By Debbie Hauss
In tough economic times, everyone wants a good deal, particularly in the U.S. In a recent survey, GfK Custom Research found that 76% of Americans strongly/somewhat agree that “I feel really satisfied with myself, even excited, when I get a really good deal.” That number is 10 points higher than the total number globally for other countries. The GfK August 2008 report includes input from more than 1,000 U.S. shoppers over age 18 and more than 500 Hispanic consumers to determine the best ways to reach specific populations.
A number of factors contribute to Americans’ desire for discounts and deals. In 2008, first and foremost is the state of the economy, and recent events on Wall Street are driving consumer confidence even lower. Couple that with the fact that consumer incomes are not keeping pace with inflation. GfK reports that incomes increased 0.1% in June compared to a 0.8% rise in inflation.
Directly related to the economy are gas prices, which reached a peak in July and are inching up again following the recent hurricanes. In April 2008, 82% of consumers said that gas prices were hurting their households a lot or somewhat. In August that number dropped slightly to 78%. Prices dropped slightly during that time, and “Over time people do adapt,” notes Diane Crispell, Executive Editor at GfK Roper Consulting.
As people adapt to their economic situation, they adjust their spending and shopping habits. The study reports that 81% of adults agree strongly or somewhat that they now “think more about what I buy compared to a year ago.”
Reach out to consumers where they live and shop
To be successful retailers must offer the right deal to the right customers at the right venue. In total, over-18 shoppers are drifting towards discount stores like Target and Wal-mart and away from upscale department stores like Nordstrom and Macy’s, GfK reports. As many as 27% of shoppers are spending more at discount stores versus 4% at upscale department stores.
Convenience also is key. GfK reports that 17% of consumers are spending more shopping dollars at locally owned, independent stores and 16% are frequenting warehouse stores more often.
Breaking down the survey results into specific populations, GfK reports the following:
Middle-Aged and Older Consumers are seeking the convenience of neighborhood stores. 81% of consumers over the age of 35 are shopping close to home and 84% of indicate they like to support businesses in the community.
Younger Adults are the biggest group of online shoppers. Within the 18- to 34-year-old age group, 87% agree strongly or somewhat that they shop online for ease of price comparison and low-pressure sales; and 96% say they find a better variety of products online. These results are 6-7% higher than the total population. Younger consumers also are looking for creative ways to save. Among the 18- to 34-year-olds, 61% bought a used item instead of brand-new (versus 51% for the total population); and 57% have rented an item rather than buy it (versus 43% for the total population).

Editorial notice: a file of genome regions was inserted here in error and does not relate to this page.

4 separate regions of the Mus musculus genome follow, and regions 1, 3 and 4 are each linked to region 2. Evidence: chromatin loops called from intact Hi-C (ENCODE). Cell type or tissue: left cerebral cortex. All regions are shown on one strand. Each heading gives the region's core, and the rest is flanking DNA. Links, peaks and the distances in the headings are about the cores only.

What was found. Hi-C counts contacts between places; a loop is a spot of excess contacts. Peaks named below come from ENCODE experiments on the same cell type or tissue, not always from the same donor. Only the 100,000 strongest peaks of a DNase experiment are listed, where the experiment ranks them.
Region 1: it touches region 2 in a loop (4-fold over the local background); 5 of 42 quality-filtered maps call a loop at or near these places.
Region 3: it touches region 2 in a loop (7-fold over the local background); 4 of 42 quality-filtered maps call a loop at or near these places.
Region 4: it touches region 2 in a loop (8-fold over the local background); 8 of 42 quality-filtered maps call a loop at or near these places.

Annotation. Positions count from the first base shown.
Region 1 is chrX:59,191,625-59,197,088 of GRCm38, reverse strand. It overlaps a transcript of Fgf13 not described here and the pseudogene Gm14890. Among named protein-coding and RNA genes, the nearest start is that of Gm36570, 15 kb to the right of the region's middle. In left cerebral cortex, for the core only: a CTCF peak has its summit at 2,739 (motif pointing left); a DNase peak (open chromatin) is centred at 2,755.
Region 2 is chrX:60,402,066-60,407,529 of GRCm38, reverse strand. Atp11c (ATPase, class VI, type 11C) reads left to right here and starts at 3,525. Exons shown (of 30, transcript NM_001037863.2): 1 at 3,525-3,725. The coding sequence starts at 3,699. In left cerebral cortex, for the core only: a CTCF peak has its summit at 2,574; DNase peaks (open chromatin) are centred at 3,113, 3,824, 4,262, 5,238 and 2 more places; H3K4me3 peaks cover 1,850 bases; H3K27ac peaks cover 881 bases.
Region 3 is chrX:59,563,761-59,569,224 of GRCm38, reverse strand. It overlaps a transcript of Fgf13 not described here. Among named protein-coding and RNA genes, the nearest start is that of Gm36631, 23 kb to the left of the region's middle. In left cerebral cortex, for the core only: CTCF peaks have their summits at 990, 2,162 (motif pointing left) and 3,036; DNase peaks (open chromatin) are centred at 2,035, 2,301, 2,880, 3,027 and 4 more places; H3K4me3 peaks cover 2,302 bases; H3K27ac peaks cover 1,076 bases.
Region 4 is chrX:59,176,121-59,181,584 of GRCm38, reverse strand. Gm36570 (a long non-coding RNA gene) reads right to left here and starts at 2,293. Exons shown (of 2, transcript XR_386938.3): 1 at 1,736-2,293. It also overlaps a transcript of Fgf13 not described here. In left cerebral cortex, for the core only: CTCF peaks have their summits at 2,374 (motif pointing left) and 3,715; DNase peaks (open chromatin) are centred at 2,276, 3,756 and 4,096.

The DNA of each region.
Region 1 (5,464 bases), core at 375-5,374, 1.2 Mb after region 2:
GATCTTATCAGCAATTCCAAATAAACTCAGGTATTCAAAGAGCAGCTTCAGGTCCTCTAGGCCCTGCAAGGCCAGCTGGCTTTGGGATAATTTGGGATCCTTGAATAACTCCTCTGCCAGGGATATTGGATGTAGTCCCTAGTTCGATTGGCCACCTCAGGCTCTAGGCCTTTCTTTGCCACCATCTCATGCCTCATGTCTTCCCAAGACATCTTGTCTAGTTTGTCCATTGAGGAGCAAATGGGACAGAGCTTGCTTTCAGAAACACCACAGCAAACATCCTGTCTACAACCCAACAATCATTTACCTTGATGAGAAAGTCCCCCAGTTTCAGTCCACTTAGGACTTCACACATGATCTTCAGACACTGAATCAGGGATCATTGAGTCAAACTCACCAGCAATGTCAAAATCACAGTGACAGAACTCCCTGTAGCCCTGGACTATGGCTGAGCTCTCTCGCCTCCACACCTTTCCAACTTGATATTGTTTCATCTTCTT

Affluent shoppers are also strong online consumers. Adults with household incomes of more than $100,000 shop online to compare prices (92% versus 84% for total population) and save money (66% versus 59% for total population). In addition, affluent consumers may be contributing to increasing coupon redemption. Into 2007, coupon redemption had been declining for 16 continuous years. But in 2007 Americans reversed that trend and redeemed 2.6 billion manufacturers’ coupons. Among affluent adults, 33% printed an online or e-mailed coupon versus 25% for the total population; and 21% used online coupons for Internet purchases versus 17 % for the total population.
Hispanic consumers look for a positive social experience. A higher percentage of Hispanic adults consider shopping a social, family endeavor, versus the total population. 87% strongly/somewhat agree that “It’s fun to browse in stores to see what is new and different.” In addition, 84% consider shopping a good family get-together; and 76% go to stores as a good opportunity to “get out of the house.” Also, Hispanics are the least likely group to look for different ways to save on purchases.
While “Made in the USA” is still a draw for 80% of shoppers, it is not as powerful as it used to be, and it means the least to Hispanics and young shoppers. Among Hispanics, 68% say “I don’t really care where a product comes from as long as it serves my needs” and 70% of consumers aged 18-24 share this sentiment. These two groups are the only consumers that have a higher percentage of shoppers that don’t care where it’s made versus those who say they would pay more for products produced in the USA.
Word of Mouth is an increasingly powerful way to market products. GfK reports that 79% of consumers ask a friend of family member for product recommendations, up from 70 % in 2006; and 51 % go online to read product reviews, up from 46 % in 2006.
Discount stores, online shopping and convenience local establishments are the bright spots in the retail marketplace right now, as consumers struggle with challenging economic times.
Retailers who focus on catering to their specific shopper base will be the winners, even if that means “that you will not necessarily lose as much ground as you might have otherwise,” notes Crispell.
In addition, much of U.S. spending continues to be discretionary, says Crispell, “not truly needs based” so retailers can grab those spending dollars with great deals and attractive and convenient shopping experiences.